US President Biden’s son found guilty of lying about drug use to buy gun

Published June 11, 2024
US First Lady Jill Biden, Hunter Biden and his wife Melissa Cohen Biden, leave the J. Caleb Boggs Federal Building in Wilmington, Delaware, US on June 11 after he was found guilty. — AFP
US First Lady Jill Biden, Hunter Biden and his wife Melissa Cohen Biden, leave the J. Caleb Boggs Federal Building in Wilmington, Delaware, US on June 11 after he was found guilty. — AFP

US President Joe Biden’s son Hunter Biden was convicted by a jury on Tuesday of lying about his drug use to illegally buy a gun, a verdict Democrats may seize upon to counter Donald Trump’s claim of a justice system weaponised against him.

A 12-member jury in Wilmington, Delaware, federal court found the defendant guilty on all three counts against him, making Hunter the first child of a sitting US president to be convicted of a crime.

Hunter, 54, lightly nodded his head after the verdict was read but otherwise showed little reaction. He then patted his lawyer Abbe Lowell on the back and hugged another member of his legal team.

He then left the courthouse without making a statement.

His father issued a statement saying he accepted the outcome of the case and would respect the judicial process as his son considers an appeal.

The judge set no date for sentencing but added the timeline is usually 120 days.

That would place it no later than a month before the November 5 US presidential election.

Sentencing guidelines for gun charges are 15 to 21 months, but legal experts say defendants in similar cases often get shorter sentences and are less likely to be incarcerated if they abide by the terms of their pretrial release.

Some 61 per cent of registered voters responding to a Reuters/Ipsos poll in February said Hunter Biden’s legal troubles would have no impact on whether they voted for his father in November.

The poll showed voters divided over whether Hunter’s legal troubles were related to his father’s service as president.

The trial followed the May 30 criminal conviction of Trump, the first former US president to be found guilty of a felony and the Republican challenger to Joe, a Democrat, in a tight race for the White House.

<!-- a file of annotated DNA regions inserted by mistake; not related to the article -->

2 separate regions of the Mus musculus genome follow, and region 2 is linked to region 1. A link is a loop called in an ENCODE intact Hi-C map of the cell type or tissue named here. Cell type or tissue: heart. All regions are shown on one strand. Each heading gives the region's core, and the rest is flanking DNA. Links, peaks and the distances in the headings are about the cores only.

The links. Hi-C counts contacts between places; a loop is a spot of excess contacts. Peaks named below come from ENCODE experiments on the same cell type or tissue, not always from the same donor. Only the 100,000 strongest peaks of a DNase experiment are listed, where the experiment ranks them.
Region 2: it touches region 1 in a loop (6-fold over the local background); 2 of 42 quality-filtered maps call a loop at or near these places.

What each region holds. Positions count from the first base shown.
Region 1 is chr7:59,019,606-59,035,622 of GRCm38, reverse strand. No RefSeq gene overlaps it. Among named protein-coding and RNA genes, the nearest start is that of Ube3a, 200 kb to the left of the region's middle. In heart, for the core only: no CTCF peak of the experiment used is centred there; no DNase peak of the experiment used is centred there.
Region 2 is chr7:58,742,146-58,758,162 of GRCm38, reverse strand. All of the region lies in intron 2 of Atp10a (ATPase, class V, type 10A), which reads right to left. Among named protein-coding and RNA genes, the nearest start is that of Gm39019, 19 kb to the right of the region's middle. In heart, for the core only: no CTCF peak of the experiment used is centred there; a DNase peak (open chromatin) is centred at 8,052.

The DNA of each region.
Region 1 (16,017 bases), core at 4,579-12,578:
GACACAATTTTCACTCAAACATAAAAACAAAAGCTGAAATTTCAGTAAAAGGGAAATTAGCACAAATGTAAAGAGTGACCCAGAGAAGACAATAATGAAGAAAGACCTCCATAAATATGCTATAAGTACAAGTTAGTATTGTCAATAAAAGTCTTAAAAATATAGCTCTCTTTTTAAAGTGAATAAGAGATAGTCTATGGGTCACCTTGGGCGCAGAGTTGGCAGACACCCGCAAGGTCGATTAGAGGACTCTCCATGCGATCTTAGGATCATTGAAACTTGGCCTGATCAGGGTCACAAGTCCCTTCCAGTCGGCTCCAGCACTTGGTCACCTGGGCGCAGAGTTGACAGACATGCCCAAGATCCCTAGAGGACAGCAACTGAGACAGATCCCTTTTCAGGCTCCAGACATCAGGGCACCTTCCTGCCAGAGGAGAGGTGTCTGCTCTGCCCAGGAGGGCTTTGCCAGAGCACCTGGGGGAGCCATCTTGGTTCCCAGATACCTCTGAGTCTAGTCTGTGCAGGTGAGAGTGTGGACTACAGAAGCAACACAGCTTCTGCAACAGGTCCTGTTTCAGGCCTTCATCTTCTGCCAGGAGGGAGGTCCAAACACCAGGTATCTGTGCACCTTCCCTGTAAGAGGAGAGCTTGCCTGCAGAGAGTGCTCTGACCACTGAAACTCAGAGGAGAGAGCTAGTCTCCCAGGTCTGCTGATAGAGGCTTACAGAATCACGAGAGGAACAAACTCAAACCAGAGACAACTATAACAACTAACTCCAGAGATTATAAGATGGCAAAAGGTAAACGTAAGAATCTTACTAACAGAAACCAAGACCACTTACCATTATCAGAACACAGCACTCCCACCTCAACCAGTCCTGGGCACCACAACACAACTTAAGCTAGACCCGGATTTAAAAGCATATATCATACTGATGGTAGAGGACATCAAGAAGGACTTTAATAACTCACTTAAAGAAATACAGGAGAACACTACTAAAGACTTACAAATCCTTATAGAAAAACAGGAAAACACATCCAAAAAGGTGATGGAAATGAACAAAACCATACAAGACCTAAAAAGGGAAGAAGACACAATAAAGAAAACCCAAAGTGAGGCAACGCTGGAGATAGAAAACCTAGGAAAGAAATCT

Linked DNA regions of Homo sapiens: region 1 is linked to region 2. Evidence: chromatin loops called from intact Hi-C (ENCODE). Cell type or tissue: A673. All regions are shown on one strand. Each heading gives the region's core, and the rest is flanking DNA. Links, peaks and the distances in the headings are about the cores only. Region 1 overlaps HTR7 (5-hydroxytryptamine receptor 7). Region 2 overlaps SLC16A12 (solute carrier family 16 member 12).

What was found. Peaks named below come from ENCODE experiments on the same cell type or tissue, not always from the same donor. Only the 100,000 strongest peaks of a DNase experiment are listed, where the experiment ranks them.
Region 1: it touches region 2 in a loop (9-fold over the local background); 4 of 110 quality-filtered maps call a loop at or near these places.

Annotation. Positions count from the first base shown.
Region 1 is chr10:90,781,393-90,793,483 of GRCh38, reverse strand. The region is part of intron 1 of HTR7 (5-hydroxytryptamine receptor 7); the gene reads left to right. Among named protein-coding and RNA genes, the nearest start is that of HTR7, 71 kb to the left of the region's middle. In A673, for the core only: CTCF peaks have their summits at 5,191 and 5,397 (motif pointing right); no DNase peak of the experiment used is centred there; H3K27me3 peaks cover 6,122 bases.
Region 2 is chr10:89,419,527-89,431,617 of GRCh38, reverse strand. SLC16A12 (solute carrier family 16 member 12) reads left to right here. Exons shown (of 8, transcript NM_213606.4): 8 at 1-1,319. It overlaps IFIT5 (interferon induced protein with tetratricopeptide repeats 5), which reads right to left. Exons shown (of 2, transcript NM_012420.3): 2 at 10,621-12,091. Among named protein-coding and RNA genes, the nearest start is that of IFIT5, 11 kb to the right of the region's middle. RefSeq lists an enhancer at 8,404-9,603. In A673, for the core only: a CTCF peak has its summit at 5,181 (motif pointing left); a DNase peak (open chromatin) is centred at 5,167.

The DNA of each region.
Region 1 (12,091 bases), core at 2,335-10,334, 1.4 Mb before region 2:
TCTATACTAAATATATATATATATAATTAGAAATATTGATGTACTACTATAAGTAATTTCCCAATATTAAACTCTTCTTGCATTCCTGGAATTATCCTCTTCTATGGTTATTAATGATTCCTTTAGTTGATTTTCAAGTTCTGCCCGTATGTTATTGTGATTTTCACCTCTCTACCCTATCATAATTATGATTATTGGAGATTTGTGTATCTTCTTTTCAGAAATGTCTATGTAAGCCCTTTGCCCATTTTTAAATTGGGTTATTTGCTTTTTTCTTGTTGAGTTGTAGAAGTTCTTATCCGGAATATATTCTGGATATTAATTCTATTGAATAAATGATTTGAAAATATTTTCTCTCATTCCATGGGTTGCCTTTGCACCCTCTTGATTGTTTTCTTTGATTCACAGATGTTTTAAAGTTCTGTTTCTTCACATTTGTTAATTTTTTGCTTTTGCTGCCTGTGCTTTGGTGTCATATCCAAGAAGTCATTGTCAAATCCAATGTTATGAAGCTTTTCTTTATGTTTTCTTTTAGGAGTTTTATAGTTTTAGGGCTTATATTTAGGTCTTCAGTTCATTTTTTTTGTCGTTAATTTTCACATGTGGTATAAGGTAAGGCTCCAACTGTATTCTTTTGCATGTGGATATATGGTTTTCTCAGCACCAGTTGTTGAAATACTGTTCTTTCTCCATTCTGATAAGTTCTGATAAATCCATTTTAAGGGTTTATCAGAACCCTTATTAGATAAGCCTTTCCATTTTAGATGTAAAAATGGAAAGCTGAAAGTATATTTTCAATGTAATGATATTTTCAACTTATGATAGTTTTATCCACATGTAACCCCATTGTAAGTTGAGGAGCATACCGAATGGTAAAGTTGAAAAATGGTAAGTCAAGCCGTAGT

Trump, convicted on 34 felony counts of falsifying business records to cover up a sex scandal, accuses Democrats of pursuing that case and three other criminal prosecutions to prevent him from regaining power in his rematch with Joe.

Congressional Democrats have pointed to cases, including the Hunter prosecution, as evidence that Joe is not using the justice system for political or personal ends, having said last week he would not pardon his son if convicted.

In a statement on Tuesday, Joe said: “As I said last week, I am the president, but I am also a dad. Jill and I love our son, and we are so proud of the man he is today.

“So many families who have had loved ones battle addiction understand the feeling of pride in seeing someone you love come out the other side and be so strong and resilient in recovery.

“As I also said last week, I will accept the outcome of this case and will continue to respect the judicial process as Hunter considers an appeal. Jill and I will always be there for Hunter and the rest of our family with our love and support. Nothing will ever change that,” the statement said.

The Hunter case was brought by US Department of Justice Special Counsel David Weiss, a Trump appointee.

Weiss has also charged Hunter with three felony and six misdemeanour tax offences in California, alleging he failed to pay $1.4 million in taxes between 2016 and 2019 while spending millions on drugs, escorts, exotic cars and other high-ticket items.

Hunter has pleaded not guilty to those charges. A trial is scheduled for September 5 in Los Angeles.

The Delaware trial included prosecution testimony by Hunter’s ex-wife, former girlfriend and sister-in-law, who gave firsthand accounts of his spiralling addiction in the weeks before and after he bought the gun in October 2018.

Prosecutors also showed text messages, photos and bank records that they said showed Hunter was deep in the throes of addiction when he bought the gun and knowingly broke the law by answering no to being a drug user on a government screening form.

His lawyers sought to show he was not using drugs when he bought the gun and did not intend to deceive because he didn’t consider himself a drug user when he filled out the form.

The defence called Hunter’s daughter, Naomi Biden, who testified that her father seemed to be doing well when she saw him shortly before and after he bought the gun.

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